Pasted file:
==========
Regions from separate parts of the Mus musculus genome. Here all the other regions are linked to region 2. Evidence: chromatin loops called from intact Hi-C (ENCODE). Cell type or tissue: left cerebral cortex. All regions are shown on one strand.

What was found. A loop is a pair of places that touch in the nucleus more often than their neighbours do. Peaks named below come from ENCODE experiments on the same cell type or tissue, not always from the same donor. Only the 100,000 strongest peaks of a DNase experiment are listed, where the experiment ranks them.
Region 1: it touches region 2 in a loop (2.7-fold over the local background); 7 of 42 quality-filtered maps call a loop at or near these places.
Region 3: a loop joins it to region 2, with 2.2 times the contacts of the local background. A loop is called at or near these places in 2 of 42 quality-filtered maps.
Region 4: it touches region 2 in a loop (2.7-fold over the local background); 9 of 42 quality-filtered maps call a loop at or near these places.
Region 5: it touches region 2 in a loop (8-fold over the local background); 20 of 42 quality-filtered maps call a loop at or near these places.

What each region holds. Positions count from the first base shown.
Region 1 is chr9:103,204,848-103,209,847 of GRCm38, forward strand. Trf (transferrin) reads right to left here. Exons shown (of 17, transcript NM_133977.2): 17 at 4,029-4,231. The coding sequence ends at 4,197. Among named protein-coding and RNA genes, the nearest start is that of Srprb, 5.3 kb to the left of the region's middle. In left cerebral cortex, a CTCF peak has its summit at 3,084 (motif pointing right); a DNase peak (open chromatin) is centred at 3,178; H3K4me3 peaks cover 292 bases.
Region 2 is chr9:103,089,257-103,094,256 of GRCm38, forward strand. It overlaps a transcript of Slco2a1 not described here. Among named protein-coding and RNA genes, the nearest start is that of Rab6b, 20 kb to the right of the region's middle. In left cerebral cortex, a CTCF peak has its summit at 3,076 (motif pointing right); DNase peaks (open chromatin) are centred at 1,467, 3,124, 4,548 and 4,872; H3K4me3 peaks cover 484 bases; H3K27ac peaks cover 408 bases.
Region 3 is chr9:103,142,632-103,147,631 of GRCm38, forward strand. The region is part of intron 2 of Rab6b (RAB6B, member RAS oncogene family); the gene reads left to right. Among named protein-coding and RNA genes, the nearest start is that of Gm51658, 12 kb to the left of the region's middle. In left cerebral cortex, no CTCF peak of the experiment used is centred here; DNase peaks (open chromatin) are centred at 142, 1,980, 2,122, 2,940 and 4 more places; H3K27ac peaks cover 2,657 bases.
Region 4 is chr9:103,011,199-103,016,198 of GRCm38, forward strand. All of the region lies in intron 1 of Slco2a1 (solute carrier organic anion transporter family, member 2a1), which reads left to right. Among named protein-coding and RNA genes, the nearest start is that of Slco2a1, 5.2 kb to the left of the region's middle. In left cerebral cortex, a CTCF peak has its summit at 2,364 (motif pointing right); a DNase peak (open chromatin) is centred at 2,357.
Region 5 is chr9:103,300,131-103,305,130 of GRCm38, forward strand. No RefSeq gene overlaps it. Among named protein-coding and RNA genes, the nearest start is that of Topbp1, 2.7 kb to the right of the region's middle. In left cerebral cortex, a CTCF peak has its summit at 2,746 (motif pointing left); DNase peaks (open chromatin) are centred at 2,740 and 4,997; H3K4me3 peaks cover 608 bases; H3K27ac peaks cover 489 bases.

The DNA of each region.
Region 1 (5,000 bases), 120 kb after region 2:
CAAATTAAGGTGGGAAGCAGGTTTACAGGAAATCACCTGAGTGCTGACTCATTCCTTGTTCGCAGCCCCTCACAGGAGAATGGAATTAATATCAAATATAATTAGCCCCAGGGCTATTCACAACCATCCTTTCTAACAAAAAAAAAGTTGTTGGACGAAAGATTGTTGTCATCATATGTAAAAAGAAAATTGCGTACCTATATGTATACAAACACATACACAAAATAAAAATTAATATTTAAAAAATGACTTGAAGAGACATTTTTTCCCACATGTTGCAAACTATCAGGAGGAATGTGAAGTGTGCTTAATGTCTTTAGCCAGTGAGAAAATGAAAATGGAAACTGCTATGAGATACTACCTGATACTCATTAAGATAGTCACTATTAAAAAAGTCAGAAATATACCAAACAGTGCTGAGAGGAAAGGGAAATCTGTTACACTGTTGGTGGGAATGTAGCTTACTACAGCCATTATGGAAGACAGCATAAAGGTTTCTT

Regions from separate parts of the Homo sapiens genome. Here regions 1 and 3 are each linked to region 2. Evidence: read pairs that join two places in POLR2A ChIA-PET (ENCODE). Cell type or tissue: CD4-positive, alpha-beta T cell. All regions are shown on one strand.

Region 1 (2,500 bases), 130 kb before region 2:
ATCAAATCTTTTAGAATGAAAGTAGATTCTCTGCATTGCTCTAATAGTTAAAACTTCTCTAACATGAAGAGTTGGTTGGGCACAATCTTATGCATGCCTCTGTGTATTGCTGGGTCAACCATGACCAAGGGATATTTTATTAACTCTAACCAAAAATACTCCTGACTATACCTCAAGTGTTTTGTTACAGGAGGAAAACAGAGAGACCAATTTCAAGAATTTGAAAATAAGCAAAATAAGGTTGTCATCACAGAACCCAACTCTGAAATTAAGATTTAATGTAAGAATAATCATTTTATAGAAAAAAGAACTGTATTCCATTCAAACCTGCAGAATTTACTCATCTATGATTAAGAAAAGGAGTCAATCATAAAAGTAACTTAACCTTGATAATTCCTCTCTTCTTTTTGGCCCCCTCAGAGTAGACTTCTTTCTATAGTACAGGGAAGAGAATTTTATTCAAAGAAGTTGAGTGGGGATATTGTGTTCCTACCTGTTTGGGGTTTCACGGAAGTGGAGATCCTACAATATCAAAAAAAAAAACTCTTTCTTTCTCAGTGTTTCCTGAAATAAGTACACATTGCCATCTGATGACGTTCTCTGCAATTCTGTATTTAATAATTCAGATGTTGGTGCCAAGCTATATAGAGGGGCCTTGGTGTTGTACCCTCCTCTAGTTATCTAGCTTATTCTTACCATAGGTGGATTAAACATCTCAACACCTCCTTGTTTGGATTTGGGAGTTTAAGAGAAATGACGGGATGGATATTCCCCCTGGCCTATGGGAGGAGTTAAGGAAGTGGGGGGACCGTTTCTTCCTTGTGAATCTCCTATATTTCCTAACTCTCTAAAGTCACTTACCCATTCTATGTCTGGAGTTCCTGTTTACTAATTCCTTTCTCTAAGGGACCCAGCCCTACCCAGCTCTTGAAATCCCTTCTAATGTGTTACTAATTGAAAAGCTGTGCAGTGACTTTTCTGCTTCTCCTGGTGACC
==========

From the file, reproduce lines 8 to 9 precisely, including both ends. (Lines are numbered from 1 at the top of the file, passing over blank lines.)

Region 1 is chr9:103,204,848-103,209,847 of GRCm38, forward strand. Trf (transferrin) reads right to left here. Exons shown (of 17, transcript NM_133977.2): 17 at 4,029-4,231. The coding sequence ends at 4,197. Among named protein-coding and RNA genes, the nearest start is that of Srprb, 5.3 kb to the left of the region's middle. In left cerebral cortex, a CTCF peak has its summit at 3,084 (motif pointing right); a DNase peak (open chromatin) is centred at 3,178; H3K4me3 peaks cover 292 bases.
Region 2 is chr9:103,089,257-103,094,256 of GRCm38, forward strand. It overlaps a transcript of Slco2a1 not described here. Among named protein-coding and RNA genes, the nearest start is that of Rab6b, 20 kb to the right of the region's middle. In left cerebral cortex, a CTCF peak has its summit at 3,076 (motif pointing right); DNase peaks (open chromatin) are centred at 1,467, 3,124, 4,548 and 4,872; H3K4me3 peaks cover 484 bases; H3K27ac peaks cover 408 bases.